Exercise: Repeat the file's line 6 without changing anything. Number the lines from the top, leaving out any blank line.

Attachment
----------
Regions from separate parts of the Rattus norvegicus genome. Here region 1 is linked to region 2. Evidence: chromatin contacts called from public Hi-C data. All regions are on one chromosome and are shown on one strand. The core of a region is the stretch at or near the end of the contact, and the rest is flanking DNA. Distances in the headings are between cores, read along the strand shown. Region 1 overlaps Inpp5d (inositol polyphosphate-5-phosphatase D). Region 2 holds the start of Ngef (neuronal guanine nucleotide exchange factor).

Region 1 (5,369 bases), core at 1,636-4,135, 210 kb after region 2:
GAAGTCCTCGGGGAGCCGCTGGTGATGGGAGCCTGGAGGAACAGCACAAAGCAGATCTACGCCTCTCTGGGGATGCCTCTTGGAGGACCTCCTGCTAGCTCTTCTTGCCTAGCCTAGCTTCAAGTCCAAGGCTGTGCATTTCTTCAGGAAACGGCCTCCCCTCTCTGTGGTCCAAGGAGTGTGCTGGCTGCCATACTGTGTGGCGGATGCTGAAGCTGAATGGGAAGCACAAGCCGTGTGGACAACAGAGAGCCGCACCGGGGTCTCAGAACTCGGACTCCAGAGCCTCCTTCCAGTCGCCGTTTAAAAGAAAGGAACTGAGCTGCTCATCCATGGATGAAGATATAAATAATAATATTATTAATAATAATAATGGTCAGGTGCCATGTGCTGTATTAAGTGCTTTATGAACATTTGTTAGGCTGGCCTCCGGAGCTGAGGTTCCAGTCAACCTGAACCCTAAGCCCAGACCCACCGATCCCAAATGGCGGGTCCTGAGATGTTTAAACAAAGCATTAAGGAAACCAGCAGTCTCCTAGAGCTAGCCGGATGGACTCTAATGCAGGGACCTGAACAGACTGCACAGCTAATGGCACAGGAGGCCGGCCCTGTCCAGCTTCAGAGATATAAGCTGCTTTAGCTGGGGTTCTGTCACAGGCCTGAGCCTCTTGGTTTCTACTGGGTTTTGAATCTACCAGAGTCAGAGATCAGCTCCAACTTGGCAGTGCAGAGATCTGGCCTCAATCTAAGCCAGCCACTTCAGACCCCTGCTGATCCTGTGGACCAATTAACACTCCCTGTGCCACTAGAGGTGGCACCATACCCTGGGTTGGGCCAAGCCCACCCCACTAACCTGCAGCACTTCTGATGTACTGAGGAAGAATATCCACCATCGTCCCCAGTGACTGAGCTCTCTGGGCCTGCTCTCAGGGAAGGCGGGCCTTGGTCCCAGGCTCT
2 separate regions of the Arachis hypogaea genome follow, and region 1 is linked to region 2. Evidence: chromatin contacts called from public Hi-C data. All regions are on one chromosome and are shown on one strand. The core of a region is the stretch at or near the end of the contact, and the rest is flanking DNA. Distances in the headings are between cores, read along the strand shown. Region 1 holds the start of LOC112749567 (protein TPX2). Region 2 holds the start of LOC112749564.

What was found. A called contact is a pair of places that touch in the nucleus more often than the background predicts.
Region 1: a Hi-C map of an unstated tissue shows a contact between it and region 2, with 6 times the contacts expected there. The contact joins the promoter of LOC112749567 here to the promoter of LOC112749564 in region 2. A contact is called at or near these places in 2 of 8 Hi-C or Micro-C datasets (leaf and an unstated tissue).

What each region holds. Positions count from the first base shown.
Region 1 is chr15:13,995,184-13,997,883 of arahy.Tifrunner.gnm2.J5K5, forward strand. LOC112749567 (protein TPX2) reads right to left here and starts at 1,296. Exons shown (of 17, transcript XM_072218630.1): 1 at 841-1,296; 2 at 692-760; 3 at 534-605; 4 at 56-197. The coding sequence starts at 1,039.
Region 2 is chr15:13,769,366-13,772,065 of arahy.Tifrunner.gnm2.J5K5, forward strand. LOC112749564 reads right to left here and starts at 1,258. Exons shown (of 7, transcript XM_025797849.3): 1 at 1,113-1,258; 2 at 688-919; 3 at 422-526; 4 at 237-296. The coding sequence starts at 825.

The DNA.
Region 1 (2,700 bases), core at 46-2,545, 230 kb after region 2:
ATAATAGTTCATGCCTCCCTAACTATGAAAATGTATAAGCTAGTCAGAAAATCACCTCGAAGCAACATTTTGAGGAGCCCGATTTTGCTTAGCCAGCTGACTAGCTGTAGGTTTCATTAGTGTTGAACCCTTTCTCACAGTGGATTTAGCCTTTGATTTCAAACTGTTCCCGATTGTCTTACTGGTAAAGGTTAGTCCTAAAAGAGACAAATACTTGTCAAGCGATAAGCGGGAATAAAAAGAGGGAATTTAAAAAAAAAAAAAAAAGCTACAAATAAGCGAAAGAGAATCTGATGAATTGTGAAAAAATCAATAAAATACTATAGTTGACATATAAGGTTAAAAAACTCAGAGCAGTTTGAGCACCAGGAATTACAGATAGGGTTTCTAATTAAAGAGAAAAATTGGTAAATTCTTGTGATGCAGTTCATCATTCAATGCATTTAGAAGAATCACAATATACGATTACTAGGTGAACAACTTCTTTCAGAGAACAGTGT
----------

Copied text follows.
Region 1: a Hi-C map of an unstated tissue shows a contact between it and region 2, with 6 times the contacts expected there. The contact joins the promoter of LOC112749567 here to the promoter of LOC112749564 in region 2. A contact is called at or near these places in 2 of 8 Hi-C or Micro-C datasets (leaf and an unstated tissue).